But their enthusiasm was premature. Vargas, thinking entirely in terms of his personal power, did not long permit the Integralistas to continue as a semi-governing body.[ii] He soon ordered them to disarm and finally outlawed the movement entirely. A preliminary plot to revolt was uncovered, arms were confiscated and the leaders arrested. In the abortive "pajama revolt" of last May -- in which were implicated the Palace Guard, the Integralistas, part of the navy, and apparently Italian and German secret agents -- Vargas escaped destruction by the skin of his teeth. He thereupon curbed German activities. Cultural Attaché Von Cassel hurriedly left the country under a considerable cloud. German schools, of which in one province alone there are over 2,000, were ordered to teach Portuguese, display the Brazilian flag, show no swastika or other foreign emblem and to cease accepting funds from foreign organizations or governments. Nor could anyone not a Brazilian citizen henceforward teach in them.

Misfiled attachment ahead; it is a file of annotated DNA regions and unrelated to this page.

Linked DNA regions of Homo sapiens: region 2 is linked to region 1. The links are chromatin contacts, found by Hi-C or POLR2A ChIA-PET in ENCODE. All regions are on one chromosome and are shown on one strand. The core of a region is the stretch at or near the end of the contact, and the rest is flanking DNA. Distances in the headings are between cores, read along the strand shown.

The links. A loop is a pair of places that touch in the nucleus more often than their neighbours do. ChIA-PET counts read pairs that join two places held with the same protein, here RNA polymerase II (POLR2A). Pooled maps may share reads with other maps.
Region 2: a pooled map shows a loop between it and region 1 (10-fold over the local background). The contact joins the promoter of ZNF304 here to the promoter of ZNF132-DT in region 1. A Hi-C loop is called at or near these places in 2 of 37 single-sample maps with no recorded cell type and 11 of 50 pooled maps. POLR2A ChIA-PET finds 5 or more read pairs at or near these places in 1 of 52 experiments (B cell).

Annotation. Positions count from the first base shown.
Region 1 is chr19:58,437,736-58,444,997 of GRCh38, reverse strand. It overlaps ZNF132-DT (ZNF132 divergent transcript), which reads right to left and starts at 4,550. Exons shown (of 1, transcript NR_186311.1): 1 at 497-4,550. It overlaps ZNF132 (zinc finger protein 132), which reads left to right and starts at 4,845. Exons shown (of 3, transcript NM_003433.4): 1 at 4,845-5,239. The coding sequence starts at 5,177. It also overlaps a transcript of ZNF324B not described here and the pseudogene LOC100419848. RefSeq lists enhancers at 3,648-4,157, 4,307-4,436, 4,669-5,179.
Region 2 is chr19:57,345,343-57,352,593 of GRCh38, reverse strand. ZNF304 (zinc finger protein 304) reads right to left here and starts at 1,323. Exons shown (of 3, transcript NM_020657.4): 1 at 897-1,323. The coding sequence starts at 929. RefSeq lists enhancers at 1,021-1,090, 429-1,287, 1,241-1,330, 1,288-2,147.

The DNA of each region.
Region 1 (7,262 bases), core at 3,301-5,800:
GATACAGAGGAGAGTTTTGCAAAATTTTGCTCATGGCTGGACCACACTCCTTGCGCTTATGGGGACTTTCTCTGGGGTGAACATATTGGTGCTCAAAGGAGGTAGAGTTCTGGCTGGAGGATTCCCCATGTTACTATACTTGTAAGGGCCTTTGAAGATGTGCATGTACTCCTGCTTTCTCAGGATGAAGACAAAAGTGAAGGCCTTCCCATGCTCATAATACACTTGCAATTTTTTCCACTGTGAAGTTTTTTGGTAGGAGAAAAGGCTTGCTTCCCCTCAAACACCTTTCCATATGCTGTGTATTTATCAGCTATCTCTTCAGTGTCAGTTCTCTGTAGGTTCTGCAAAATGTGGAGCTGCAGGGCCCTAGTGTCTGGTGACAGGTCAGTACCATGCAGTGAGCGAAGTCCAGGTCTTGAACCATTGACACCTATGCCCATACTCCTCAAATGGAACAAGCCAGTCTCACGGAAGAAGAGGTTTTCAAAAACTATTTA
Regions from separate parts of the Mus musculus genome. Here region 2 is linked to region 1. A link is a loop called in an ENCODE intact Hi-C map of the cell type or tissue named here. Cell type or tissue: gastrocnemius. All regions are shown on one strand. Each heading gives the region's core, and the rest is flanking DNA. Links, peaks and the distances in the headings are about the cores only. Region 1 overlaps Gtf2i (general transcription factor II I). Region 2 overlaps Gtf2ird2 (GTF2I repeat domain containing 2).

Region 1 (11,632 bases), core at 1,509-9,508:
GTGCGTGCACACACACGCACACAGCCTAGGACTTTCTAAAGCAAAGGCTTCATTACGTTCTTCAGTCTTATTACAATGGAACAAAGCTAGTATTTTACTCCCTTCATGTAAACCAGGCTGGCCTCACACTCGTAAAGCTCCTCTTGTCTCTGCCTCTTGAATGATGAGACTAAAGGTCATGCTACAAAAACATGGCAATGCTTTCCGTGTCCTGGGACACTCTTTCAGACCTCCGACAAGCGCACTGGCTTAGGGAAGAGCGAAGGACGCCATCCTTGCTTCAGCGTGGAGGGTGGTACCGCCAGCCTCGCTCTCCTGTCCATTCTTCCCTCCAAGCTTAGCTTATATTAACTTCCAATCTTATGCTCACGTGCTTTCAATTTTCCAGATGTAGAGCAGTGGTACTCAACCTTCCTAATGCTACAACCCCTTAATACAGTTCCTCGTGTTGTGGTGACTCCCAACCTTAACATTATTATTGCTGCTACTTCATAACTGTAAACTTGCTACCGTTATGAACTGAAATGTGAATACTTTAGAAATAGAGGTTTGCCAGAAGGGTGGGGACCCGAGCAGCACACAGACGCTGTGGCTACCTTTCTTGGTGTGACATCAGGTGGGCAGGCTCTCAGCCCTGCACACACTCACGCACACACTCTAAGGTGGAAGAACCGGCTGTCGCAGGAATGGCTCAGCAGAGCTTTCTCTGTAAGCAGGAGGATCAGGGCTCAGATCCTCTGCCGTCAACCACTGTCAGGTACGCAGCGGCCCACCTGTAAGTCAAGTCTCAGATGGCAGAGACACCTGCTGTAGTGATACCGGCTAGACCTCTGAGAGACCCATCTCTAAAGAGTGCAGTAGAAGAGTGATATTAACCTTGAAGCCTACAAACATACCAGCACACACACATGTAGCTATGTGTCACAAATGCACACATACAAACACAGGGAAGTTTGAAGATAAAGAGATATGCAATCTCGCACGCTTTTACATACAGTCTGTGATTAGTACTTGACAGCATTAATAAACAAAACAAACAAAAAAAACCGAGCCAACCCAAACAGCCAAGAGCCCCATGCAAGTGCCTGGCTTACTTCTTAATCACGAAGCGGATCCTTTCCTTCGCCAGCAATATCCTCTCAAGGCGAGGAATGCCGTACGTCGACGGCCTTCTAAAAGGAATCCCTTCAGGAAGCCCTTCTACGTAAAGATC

The efforts of the United States to combat Nazism in Brazil have been quiet but persistent. After the November coup, the anti-Semitism of President Vargas was checked, apparently in part as a result of American diplomatic pressure. The American treasury provided Brazil with $60,000,000 in gold credit and proposes to advance more. Secretary Hull made his famous (and probably unwise) offer to lend Brazil outmoded American war vessels. A leading Brazilian paper, apparently American-subsidized, now prints elaborate pro-American supplements with words of good cheer from American officials and business men. Persistent efforts won the unfreezing of American credits and a counter-restriction on German aski marks. Whereupon Germany, unable to buy Brazil's cotton and cacao with blocked marks, carried out her threat to buy elsewhere and placed large orders in Colombia, Panama and Central America. Provisional figures for the period from May to July 1938 show that Brazilian imports from the United States once more exceed those from Germany.